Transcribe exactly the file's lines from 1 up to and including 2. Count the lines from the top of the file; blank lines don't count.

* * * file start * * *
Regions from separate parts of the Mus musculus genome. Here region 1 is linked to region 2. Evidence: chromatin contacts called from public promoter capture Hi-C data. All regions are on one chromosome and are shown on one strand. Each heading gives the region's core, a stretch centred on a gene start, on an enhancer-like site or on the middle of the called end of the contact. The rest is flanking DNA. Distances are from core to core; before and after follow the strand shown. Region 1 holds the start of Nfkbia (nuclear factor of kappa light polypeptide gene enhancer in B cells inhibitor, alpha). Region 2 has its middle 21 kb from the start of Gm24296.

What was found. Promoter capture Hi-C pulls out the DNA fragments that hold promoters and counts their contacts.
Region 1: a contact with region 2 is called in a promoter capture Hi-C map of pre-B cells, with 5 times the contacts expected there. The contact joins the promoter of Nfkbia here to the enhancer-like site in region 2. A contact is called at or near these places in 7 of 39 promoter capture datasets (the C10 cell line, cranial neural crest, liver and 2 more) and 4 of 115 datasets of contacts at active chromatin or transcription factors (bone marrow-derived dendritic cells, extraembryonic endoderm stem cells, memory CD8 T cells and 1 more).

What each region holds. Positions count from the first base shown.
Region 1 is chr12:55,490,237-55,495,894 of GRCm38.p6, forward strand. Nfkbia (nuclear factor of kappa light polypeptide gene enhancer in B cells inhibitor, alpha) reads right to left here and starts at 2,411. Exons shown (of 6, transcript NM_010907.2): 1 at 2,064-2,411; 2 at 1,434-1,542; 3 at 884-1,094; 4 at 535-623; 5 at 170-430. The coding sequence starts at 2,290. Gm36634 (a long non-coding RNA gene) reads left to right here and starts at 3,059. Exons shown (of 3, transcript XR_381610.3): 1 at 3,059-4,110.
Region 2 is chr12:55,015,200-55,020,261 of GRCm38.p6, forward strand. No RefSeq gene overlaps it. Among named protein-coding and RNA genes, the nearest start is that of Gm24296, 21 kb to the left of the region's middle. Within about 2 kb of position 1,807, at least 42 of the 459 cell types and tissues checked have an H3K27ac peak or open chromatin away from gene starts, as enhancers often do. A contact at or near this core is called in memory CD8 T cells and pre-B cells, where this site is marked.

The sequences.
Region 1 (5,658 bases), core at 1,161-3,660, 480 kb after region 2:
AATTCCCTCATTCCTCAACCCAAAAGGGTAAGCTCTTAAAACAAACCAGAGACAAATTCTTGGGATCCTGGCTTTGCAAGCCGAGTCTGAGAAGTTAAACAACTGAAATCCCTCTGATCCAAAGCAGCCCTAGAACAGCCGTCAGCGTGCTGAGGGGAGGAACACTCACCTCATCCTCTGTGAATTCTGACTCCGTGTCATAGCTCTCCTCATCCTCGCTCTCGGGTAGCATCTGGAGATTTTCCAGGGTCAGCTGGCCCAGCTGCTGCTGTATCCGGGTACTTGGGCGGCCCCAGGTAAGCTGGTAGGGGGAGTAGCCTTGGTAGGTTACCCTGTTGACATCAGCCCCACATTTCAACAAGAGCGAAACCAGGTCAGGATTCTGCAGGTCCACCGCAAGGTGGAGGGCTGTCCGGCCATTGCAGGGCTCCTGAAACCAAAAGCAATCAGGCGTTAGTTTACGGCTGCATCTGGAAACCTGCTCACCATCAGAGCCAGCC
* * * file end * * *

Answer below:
Regions from separate parts of the Mus musculus genome. Here region 1 is linked to region 2. Evidence: chromatin contacts called from public promoter capture Hi-C data. All regions are on one chromosome and are shown on one strand. Each heading gives the region's core, a stretch centred on a gene start, on an enhancer-like site or on the middle of the called end of the contact. The rest is flanking DNA. Distances are from core to core; before and after follow the strand shown. Region 1 holds the start of Nfkbia (nuclear factor of kappa light polypeptide gene enhancer in B cells inhibitor, alpha). Region 2 has its middle 21 kb from the start of Gm24296.

What was found. Promoter capture Hi-C pulls out the DNA fragments that hold promoters and counts their contacts.